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State v. Cook

Supreme Court of North Dakota

February 10, 2014

STATE of North Dakota, Plaintiff and Appellee
v.
Joshua Troy COOK, Defendant and Appellant.

Kara Schmitz Olson, Assistant State's Attorney, and Andria Pinkerton, under the Rule on Limited Practice of Law by Law Students, Courthouse, Fargo, ND, for plaintiff and appellee; on brief.

Jesse D. Matson, Fargo, ND, for defendant and appellant; on brief.

KAPSNER, Justice.

[¶ 1] Joshua Troy Cook appeals a criminal judgment entered after he conditionally pled guilty to four drug-related charges and after a jury found him guilty of reckless endangerment. Because Cook failed to comply with the North Dakota Rules of Appellate Procedure, we dismiss the appeal.

I [1]

[¶ 2] Cook was charged with possession of diazepam with intent to deliver or manufacture (Count 1), possession of clonazepam (Count 2), possession of methamphetamine (Count 3), possession of drug paraphernalia (Count 4), and reckless endangerment (Count 5), following a search of a vehicle. Cook moved to suppress the evidence obtained from the search of the vehicle. After a suppression hearing, the district court denied Cook's motion to suppress. Cook conditionally pled guilty to Counts 1-4 and had a jury trial on Count 5. The jury found Cook guilty of Count 5.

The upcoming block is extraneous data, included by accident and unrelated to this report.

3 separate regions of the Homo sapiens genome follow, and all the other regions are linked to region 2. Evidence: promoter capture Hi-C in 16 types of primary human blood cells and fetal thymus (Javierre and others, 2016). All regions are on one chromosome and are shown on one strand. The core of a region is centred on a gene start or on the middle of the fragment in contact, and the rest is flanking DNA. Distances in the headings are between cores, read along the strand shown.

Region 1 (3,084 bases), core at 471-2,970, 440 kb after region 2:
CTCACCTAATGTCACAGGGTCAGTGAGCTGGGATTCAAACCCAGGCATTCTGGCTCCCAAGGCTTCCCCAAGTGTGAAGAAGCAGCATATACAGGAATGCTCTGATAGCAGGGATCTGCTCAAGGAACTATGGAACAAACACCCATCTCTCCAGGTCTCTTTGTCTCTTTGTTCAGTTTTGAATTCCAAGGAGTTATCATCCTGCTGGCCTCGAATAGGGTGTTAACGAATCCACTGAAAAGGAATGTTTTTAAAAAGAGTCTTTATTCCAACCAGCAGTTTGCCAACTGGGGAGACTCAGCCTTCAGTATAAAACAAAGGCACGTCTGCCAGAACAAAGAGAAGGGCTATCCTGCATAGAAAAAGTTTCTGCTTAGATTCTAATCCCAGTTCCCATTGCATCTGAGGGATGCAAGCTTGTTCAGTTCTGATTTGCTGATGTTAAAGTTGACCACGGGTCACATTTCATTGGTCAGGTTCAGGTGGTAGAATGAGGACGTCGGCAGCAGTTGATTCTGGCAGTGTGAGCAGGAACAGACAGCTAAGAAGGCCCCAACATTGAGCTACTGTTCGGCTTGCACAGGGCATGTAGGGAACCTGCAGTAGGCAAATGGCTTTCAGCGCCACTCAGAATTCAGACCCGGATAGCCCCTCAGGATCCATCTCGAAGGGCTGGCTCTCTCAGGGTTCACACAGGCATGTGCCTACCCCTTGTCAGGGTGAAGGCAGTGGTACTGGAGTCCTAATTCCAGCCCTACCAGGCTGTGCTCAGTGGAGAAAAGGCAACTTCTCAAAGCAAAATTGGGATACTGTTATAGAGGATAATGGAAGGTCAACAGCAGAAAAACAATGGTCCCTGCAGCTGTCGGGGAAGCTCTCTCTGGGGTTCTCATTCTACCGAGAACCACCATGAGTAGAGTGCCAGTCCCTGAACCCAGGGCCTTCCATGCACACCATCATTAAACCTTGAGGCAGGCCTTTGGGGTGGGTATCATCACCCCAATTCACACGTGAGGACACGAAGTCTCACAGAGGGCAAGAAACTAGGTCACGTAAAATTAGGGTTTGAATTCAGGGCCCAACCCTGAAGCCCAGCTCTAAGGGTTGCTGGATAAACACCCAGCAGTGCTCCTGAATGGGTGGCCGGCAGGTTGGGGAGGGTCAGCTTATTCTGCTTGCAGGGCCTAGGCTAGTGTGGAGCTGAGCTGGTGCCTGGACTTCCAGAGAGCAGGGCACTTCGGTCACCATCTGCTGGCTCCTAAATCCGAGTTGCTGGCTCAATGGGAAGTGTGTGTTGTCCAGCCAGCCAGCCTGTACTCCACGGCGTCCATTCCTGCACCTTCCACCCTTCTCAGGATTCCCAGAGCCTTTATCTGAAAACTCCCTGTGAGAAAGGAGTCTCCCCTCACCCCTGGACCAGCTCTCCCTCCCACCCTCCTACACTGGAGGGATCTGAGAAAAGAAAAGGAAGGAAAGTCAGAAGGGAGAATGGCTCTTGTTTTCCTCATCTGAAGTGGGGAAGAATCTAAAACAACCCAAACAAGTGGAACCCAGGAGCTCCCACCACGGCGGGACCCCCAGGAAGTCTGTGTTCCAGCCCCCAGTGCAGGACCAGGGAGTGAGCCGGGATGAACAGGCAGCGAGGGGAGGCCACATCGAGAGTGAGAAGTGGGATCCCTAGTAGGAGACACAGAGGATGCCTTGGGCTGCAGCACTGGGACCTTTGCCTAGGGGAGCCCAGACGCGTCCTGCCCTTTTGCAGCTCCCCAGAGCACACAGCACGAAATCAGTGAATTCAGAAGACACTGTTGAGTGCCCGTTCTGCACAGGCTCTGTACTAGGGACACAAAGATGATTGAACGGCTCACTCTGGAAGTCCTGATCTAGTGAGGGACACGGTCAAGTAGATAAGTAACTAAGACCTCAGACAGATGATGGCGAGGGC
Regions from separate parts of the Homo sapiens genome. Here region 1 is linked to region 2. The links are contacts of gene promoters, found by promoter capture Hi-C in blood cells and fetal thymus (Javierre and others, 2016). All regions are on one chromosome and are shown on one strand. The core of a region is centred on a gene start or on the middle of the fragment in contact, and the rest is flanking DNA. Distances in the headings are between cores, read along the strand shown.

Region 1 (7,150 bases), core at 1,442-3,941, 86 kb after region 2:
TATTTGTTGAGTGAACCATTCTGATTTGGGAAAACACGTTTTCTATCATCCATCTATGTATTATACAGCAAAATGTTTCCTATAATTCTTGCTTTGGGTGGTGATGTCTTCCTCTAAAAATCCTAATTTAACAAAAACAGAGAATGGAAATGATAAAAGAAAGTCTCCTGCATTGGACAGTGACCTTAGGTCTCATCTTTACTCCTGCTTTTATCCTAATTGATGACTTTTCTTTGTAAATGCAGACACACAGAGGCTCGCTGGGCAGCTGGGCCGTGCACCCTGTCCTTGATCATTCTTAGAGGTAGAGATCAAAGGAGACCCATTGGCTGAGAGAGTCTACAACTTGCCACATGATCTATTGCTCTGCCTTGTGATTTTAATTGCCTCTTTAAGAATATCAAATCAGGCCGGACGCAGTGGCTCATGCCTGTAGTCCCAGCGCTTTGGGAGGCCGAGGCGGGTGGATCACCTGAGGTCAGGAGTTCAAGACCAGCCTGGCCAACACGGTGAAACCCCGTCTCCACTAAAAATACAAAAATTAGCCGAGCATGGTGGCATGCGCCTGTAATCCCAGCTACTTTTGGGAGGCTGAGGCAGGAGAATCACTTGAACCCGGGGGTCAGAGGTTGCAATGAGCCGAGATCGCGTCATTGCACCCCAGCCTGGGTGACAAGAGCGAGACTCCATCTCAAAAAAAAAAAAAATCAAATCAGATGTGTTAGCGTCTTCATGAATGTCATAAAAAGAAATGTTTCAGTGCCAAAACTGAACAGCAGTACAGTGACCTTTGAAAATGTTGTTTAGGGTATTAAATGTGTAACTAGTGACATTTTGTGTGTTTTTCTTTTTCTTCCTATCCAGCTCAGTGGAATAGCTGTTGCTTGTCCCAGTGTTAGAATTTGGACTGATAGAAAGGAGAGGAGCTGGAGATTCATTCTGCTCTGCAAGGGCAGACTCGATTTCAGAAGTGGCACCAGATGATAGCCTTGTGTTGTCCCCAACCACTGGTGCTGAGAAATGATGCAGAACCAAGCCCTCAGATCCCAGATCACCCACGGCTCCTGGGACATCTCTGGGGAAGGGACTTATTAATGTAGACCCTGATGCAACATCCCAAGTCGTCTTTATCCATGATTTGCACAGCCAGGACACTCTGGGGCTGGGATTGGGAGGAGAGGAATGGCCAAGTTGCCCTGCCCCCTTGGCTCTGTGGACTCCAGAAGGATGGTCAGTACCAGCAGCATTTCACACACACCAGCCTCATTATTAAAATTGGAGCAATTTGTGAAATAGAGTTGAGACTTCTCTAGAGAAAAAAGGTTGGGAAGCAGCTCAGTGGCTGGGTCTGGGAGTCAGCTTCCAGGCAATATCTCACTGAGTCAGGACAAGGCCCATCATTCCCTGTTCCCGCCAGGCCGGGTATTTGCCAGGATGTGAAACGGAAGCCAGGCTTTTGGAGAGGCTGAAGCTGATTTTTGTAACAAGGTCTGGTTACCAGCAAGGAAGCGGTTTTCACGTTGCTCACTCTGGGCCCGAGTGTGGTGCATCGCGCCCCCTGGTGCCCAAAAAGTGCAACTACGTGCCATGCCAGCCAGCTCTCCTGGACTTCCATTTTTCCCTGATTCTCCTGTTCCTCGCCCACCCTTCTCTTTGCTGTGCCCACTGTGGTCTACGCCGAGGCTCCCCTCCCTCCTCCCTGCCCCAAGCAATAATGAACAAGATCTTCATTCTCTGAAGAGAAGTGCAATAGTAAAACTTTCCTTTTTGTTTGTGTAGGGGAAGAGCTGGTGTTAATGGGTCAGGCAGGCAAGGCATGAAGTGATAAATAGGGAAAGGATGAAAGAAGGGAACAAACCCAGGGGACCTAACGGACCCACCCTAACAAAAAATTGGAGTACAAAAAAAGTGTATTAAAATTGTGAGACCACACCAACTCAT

II

[¶ 3] On appeal, Cook argues the district court erred in denying his motion to suppress. In its order denying Cook's suppression motion, the district court indicated

Page 2

that denial was based on " the reasons as more fully set forth on the record." Cook also argues that his conviction of reckless endangerment was improper. His argument, in its entirety, is:

23. II. Whether Defendant committed reckless endangerment where no risk of bodily injury or death occurred.
24. North Dakota Century Code § 12.1-17-03 requires that the Defendant create a substantial risk of serious bodily injury or death to another.
25. Officer Heidbreder was in no risk of serious bodily injury or death. The vehicles turning radius simply could not strike him with the rear tires in the position he was in. No potential for harm existed.
26. Additionally, Defendant did not create the risk. Officer Heidbreder's approach of a moving vehicle and/or his subsequent fall created what the State referred to as his risk.

Cook does not specify whether this is a challenge to the sufficiency or the weight of the evidence. He indicates that he made a motion for " [d]ismissal notwithstanding the jury verdict," but without transcripts, this ...


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